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Queen Mary 2 makes New York debut
Updated: 2004-04-23 08:52

The world's largest ocean liner, the Queen Mary 2, arrived in New York on Thursday, steaming up the Hudson River past a hazy Manhattan skyline and docking here for the first time.

The opulent Cunard Line vessel arrived nearly on schedule, just after 8 a.m., after making up time lost to the fog and to storms during the first two days of its inaugural trans-Atlantic crossing, which began in Southampton, England, last Friday.

The Queen Mary 2, escorted by a police boat, makes its way past the Statue of Liberty in New York Harbor April 22, 2004.  [AP]
Onlookers watched from the shores of New York and New Jersey as the ship's arrival was marked by post-September 11 security measures and the customary Gotham greeting -- fireboats spouting red, white and blue water. Earlier, it passed under the Verazzano Narrows Bridge, which links Brooklyn and Staten Island, with less than 20 feet to spare.

Passengers stepped ashore raving about the QM2's amenities, from the art deco styling to computer and dance classes.

"Until you go on the ship, you can't appreciate the grandeur of it," said Helen Smith, of Yorkshire, England, who made the voyage with her two sisters.

The docking came 92 years and a week after another New York-bound British ocean liner, the Titanic, sank after striking an iceberg on its maiden voyage, killing 1,503 people.

The QM2 had no iceberg trouble, but the rough weather -- with 30-foot seas and force-10 gales gusting to 63 mph -- gave the passengers some nights to remember. According to accounts published by reporters on board, many passengers stayed in their quarters rather than go to the dining rooms.

The ship arrived under extra-tight security that has been in effect for all major events in New York since the terrorist attacks of September 11, 2001.

Emerging ghostlike from an early morning fog, the QM2 paused near the Statue of Liberty and sounded its deep-throated horn four times in salute. A passing Staten Island ferry tooted back.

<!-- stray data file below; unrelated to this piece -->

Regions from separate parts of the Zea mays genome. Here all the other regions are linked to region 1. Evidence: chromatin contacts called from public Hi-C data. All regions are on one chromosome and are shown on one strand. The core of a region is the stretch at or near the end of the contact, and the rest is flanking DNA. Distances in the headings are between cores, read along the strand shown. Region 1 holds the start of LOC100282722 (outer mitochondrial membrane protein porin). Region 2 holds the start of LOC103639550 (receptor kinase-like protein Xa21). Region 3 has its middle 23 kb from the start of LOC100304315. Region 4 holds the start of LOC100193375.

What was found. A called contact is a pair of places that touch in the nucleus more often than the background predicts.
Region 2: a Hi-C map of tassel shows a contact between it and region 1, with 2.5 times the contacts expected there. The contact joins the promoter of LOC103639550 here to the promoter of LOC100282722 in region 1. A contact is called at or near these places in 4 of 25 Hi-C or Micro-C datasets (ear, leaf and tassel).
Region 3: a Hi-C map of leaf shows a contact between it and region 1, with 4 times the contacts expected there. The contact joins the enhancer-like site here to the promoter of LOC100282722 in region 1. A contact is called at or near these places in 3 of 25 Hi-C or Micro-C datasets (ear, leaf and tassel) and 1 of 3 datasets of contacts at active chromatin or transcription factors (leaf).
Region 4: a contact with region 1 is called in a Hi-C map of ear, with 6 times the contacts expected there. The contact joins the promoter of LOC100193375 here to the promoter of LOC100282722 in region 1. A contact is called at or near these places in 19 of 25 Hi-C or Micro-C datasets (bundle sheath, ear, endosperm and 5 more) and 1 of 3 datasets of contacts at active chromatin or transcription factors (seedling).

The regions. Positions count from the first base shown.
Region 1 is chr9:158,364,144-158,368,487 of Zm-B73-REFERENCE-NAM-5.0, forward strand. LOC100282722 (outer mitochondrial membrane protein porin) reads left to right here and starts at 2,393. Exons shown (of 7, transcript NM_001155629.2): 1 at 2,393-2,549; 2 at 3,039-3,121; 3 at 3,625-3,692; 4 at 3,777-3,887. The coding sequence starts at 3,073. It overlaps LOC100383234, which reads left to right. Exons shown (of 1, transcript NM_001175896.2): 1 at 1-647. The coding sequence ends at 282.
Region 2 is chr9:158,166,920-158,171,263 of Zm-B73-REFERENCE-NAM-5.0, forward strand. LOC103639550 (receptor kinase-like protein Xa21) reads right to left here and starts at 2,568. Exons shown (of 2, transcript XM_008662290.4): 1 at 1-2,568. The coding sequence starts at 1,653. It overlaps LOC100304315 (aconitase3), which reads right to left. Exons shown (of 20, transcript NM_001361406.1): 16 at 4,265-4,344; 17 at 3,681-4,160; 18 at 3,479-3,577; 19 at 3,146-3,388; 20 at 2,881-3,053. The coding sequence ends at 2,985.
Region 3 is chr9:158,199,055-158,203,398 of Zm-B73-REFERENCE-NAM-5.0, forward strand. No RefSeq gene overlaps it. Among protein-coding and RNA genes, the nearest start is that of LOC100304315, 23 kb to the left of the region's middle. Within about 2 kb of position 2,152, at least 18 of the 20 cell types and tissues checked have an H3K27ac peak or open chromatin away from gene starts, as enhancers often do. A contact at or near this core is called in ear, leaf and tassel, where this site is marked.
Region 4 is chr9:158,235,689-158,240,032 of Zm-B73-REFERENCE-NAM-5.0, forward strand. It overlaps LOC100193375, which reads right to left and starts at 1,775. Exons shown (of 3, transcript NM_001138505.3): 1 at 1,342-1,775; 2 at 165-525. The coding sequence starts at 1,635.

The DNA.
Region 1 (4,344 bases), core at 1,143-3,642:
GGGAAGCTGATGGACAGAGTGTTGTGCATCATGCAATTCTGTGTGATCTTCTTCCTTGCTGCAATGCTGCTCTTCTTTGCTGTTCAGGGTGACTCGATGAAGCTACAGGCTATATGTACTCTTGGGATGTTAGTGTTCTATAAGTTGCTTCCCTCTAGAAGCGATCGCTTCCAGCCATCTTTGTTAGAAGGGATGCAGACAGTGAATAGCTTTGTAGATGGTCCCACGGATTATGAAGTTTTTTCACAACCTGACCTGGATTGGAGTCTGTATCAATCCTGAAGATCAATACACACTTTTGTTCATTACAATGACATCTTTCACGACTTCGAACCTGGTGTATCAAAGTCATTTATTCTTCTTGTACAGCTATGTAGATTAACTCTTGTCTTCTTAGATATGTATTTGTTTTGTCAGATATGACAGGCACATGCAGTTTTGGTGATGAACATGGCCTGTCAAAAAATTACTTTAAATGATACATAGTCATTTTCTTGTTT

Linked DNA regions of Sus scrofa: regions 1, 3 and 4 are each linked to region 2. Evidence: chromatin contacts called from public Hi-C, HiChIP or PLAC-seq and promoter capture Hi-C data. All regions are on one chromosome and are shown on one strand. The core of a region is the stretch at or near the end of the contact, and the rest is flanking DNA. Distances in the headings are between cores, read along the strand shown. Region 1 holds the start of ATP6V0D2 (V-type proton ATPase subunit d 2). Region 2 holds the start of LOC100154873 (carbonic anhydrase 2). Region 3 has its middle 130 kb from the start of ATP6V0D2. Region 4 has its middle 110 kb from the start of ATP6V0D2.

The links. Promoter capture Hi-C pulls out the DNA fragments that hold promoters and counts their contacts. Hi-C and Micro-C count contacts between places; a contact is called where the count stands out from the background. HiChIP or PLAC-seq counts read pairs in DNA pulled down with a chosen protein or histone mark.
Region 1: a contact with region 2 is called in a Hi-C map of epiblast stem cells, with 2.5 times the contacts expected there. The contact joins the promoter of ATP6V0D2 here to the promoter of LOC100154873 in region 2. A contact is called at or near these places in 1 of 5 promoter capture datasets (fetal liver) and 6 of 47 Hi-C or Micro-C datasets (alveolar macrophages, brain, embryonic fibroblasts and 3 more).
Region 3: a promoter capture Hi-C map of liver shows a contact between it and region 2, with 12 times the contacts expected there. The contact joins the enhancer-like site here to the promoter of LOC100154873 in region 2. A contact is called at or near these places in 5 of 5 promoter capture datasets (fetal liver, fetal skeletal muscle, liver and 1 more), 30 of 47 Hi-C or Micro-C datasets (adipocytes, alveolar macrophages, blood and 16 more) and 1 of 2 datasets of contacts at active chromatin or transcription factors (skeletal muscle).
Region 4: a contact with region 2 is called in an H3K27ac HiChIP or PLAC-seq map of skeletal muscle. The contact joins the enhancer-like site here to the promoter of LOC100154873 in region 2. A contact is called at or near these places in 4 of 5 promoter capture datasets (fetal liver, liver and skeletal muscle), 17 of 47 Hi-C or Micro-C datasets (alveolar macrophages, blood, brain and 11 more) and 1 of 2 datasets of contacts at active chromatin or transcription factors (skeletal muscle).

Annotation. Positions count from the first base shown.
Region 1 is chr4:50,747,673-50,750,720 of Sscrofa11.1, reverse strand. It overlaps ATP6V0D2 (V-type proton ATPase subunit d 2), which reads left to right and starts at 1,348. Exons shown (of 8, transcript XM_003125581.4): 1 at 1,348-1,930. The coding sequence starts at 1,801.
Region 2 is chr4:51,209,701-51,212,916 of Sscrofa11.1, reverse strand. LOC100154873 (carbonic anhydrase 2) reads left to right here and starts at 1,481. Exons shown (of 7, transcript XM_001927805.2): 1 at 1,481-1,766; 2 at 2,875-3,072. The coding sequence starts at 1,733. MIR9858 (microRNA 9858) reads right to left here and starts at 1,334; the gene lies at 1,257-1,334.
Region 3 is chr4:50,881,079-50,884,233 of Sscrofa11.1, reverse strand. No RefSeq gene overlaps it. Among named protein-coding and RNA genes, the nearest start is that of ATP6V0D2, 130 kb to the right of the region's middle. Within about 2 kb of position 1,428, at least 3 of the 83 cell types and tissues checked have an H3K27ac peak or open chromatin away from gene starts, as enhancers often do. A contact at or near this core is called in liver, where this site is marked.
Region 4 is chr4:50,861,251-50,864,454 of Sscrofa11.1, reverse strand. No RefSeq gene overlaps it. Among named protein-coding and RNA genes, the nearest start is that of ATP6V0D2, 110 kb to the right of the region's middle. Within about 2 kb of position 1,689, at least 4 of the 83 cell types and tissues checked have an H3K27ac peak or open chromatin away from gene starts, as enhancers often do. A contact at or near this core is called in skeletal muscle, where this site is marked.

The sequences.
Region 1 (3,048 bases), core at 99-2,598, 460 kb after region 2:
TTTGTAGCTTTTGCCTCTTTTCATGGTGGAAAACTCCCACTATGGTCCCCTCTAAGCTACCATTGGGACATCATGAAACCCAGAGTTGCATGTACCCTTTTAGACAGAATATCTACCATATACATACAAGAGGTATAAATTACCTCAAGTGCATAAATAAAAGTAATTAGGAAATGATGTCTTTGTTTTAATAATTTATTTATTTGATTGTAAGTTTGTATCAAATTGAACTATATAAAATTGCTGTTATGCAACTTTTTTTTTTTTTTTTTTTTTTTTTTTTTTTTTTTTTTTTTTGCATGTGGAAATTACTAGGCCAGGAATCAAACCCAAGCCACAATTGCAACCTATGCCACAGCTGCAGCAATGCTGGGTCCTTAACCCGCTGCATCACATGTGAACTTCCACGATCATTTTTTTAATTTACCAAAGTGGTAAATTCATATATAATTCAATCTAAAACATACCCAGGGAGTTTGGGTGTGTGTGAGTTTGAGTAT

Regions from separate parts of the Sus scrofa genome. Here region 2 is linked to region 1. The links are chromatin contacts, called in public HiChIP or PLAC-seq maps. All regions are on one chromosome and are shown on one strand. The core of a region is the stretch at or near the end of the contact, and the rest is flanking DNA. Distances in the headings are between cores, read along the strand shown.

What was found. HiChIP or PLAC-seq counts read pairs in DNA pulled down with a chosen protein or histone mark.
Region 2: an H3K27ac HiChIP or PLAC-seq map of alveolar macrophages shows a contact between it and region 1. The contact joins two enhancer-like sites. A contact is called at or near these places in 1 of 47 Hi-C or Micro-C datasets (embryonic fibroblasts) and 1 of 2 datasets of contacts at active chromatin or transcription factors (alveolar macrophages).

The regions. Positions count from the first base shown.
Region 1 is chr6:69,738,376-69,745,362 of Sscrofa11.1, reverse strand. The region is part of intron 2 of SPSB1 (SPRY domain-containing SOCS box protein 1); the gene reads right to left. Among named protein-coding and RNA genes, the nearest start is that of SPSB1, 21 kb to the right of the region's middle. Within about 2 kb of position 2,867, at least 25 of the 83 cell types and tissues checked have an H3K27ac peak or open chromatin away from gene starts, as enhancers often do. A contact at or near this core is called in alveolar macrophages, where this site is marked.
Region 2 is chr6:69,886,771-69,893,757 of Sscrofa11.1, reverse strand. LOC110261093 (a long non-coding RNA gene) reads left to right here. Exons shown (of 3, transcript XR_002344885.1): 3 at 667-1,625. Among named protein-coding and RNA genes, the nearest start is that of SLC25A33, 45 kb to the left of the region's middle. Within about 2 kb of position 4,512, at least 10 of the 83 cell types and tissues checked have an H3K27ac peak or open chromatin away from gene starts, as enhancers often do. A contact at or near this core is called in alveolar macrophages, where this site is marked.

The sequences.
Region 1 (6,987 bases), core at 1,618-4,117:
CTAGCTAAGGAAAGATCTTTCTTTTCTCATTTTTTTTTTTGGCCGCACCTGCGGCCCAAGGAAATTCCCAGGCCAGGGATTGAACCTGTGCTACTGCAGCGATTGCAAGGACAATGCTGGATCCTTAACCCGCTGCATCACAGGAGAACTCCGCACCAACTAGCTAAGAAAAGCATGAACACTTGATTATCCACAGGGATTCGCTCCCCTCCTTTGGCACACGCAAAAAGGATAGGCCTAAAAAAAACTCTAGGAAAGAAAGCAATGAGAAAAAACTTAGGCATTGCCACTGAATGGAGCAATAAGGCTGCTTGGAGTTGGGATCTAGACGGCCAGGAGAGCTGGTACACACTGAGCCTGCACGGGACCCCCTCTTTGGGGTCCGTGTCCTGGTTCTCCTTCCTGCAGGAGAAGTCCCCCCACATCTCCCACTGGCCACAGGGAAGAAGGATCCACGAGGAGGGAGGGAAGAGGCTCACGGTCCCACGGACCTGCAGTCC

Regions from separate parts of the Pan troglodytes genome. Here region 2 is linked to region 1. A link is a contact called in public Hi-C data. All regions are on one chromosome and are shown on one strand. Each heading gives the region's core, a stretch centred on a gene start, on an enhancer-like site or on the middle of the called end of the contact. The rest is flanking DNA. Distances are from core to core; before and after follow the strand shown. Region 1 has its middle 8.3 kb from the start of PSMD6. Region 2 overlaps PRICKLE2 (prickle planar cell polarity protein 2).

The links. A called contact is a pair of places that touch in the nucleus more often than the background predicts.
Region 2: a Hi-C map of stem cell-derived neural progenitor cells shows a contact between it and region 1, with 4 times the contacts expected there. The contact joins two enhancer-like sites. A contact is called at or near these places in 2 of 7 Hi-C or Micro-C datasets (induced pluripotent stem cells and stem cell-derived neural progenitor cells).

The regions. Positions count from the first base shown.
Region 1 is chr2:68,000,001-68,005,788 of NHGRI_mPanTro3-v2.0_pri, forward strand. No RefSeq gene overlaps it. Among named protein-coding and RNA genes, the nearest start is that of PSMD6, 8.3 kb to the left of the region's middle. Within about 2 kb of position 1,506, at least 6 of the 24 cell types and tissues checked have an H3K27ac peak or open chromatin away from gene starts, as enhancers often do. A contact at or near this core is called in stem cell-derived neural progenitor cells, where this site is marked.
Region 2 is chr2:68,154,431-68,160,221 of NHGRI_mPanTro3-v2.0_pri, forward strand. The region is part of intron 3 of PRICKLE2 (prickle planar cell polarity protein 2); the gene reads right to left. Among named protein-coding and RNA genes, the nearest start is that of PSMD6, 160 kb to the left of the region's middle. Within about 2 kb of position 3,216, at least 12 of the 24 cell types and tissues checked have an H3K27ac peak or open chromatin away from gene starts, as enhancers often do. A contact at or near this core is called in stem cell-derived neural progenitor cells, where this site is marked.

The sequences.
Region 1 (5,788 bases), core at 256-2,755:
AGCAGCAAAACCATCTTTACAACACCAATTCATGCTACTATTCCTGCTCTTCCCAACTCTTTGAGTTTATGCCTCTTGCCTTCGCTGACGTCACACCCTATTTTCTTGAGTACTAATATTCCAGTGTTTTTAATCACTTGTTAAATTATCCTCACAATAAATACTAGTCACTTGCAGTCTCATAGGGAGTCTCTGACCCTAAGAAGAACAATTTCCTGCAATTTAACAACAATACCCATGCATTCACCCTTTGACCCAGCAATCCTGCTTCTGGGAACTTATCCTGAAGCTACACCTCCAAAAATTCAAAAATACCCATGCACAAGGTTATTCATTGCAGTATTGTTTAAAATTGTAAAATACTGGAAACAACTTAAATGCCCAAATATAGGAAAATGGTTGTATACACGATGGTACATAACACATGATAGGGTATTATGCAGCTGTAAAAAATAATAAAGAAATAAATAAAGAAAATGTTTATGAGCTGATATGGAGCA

Nearly four football fields long at 1,132 feet and 21 stories tall, the massive, black-hulled vessel left England last Friday for the six days and nights of luxury living and sumptuous dining for its 2,600 passengers, attended by a crew of 1,250.

The Queen Mary 2 passes lower Manhattan at sunrise Thursday.

After three days in port on Manhattan's West Side, the Queen Mary 2 will depart on Sunday night, rendezvousing near the Statue of Liberty with the Queen Elizabeth 2, outbound on its final trans-Atlantic run. With the new ship replacing it on the Atlantic run, the QE2 will be used mainly for Southampton-based shorter cruises.

The Queen Mary 2 revives the name of the liner about half its size that debuted in New York on June 1, 1936. The Queen Mary was retired in 1967 and turned into a seaside tourist attraction in Long Beach, Calif.

In the realm of seagoing behemoths, the 151,400-ton QM2 is the world's biggest passenger ship in every way; its closest rival is the 142,000-ton Voyager Of The Seas, in service since 1999 with Royal Caribbean Cruises. But it's a virtual rowboat next to the largest of all ships -- a 564,700-ton supertanker built in 1979 as the Seawise Giant, and now called Jahre Viking.

The first pure ocean liner built in 35 years, the QM2 is three times the size of Titanic, which at 46,300 tons and 800 feet was called the "largest movable object built by man" when launched in 1911.

While radar and other state-of-the-art technologies help to tame the turbulent North Atlantic, QM2's designers acknowledged the ghost of that "unsinkable" vessel, using "extra thick steel for strength for trans-Atlantic crossings," and two whistles audible at 10 miles -- one of them borrowed from the original Queen Mary, according to Cunard.

The Queen Mary 2 first visited U.S. shores last January, ending a 14-day cruise through the Azores and Caribbean at Fort Lauderdale, Florida. The ship goes into regular trans-Atlantic service with 12 crossings scheduled this year and 26 next year.

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